Newsletter : 4fax0809.txt
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Israel Faxx \/ / \/ /
August 10, 1994 Volume 2, #148 / /\__/_/\
Electronic World Communications, Inc. /__\ \_____\
8916 Reading Road, Cincinnati, OH 45215 \ /
Internet: firstname.lastname@example.org Phone: (513) 563-7424 \/
The Panamanian government has determined that the explosion of a
plane two weeks ago that killed 18 people including 4 Israelis and
8 Panamanian Jews was caused by a bomb carried on board by a
suicidal terrorist belonging to the Hamas organization identified
as Ali Jamil. Zeev Shiff, one of Israel's most respected
journalists, has revealed that the United States is prepared to
sell hi-tech spy satellite equipment to Saudi Arabia.
Argentina Reneges on Bombing Promise
By Roger Wilkison (Rio de Janeiro)
Argentina says it will not break diplomatic relations
with Iran even if Iranian diplomats are found to have been
involved in the bombing of a Jewish community center last month
in Buenos Aires that killed at least 95 people. Argentine officials
frankly admit they are afraid a break in relations would lead to
reprisals on the part of terrorists.
It was not long ago that Argentine President Carlos Menem was
threatening to cut ties to Iran if diplomats from that country were
implicated in the July 18th bombing.
But on Tuesday, Foreign Minister Guido di Tella and Defense
Minister Oscar Camilion said in separate interviews that if
investigators prove a link between Iranian diplomats and the crime,
Argentina will expel the diplomats but will not break relations
News media in Buenos Aires have been reporting the existence of
an official Iranian connection to the bombing. But, so far,
investigating magistrate Juan Jose Galeano, who is in charge of
the case, has refused to confirm or deny the reports.
Di Tella and Camilion both stressed the need to be cautious even if
Iranian diplomats are involved. Di Tella said such an eventuality
would lead to problems in relations between Argentina and Iran but
not to a break. The foreign minister acknowledged the possibility
of a new terrorist attack if such a break occurred. For his part,
Camilion said any diplomatic move taken hastily could produce
A top foreign ministry official who asked not to be identified
explained that the Menem administration's new policy of caution
toward Iran is also based on economics. He said Iran is an
important buyer of Argentine grain.
But the official admitted that what he called a prudent attitude
has taken hold of Argentine officials because many of them are
afraid of an attack by Islamic fundamentalists who, he said, have
already made it known that they do not like the president's
pro-American foreign policy.
A report in Tuesday's edition of the Buenos Aires newspaper "La
Nacion" quotes an unnamed cabinet minister as telling the president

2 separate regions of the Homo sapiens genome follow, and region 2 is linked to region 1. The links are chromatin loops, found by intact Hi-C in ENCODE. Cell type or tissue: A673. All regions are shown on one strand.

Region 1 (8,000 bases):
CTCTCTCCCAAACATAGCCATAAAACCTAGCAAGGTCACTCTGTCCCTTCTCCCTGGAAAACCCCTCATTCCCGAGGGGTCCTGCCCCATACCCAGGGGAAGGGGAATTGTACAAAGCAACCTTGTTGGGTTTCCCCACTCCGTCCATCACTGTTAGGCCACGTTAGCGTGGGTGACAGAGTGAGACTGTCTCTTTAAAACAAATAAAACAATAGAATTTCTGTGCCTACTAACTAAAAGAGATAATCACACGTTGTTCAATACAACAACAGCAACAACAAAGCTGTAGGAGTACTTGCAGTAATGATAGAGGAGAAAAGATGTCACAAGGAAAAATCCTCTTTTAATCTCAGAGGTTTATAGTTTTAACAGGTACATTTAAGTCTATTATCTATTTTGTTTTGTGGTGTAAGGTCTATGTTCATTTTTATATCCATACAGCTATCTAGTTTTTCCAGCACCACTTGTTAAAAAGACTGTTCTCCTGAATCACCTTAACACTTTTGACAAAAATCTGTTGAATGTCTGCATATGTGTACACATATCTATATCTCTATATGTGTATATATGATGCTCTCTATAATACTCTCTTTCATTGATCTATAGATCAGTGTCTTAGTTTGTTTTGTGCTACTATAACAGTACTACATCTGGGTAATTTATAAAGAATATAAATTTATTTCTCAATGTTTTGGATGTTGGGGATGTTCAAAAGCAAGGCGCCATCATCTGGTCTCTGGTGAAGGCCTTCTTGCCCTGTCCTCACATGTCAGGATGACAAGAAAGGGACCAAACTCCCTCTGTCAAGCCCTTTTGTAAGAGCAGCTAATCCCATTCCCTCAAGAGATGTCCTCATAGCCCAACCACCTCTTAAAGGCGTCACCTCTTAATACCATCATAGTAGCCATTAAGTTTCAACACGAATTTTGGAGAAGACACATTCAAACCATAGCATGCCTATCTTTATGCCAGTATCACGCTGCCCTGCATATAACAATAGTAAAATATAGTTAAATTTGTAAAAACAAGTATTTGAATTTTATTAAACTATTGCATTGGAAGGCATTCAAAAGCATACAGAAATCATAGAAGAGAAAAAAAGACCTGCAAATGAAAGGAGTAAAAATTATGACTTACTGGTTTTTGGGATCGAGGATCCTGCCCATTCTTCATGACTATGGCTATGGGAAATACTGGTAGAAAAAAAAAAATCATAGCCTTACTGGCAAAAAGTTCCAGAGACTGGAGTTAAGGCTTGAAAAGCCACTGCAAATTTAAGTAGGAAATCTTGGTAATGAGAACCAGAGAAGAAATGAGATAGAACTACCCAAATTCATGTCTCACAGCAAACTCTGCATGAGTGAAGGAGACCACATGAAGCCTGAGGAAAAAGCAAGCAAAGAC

that, if he does not proceed cautiously with Iran, he might as
well live in a bunker and forget about ever again traveling
Christopher Satisfied with Progress
By Kyle King (Secretary's Plane)
Secretary of State Christopher says it is difficult to portray the
progress he made on his latest mission to bring peace between
Israel and Syria. But he and other senior US officials are
expressing satisfaction with results of their latest shuttle
Christopher says his talks with Syrian and Israeli leaders left
both sides with a lot to think about. The secretary again said the
parties are no longer self absorbed and are now discussing
substantive issues and what needs to be done to make progress. He
says both sides are now engaged in a contentious effort to
understand the needs of the other party, but he again said the
issues are difficult and intertwined.
The secretary says it is difficult to portray any concrete
progress that was made on the talks, because progress on one of
the many issues may not in the long run be significant unless
there is progress on another.
A senior State Department official traveling with the secretary
said the parties want peace, but it is not peace at any price.
He said the both sides are now discussing the issues and trying
to determine if they are willing to pay the price they are being
are being asked for by the other.
On the subject of the Palestinians, the secretary said his talks
with PLO Chairman Yasir Arafat were useful and there has been
progress in finding ways to speed development funds to Gaza and
Jericho in the West Bank.
Donor nations have pledged more than $2.4 billion in development
aid, but little of the money has been disbursed because of
questions about Palestinian bookkeeping.
Christopher said he said he and Arafat discussed new ideas that
will improve the procedures and streamline the process that will
allow the delivery of the badly needed funds.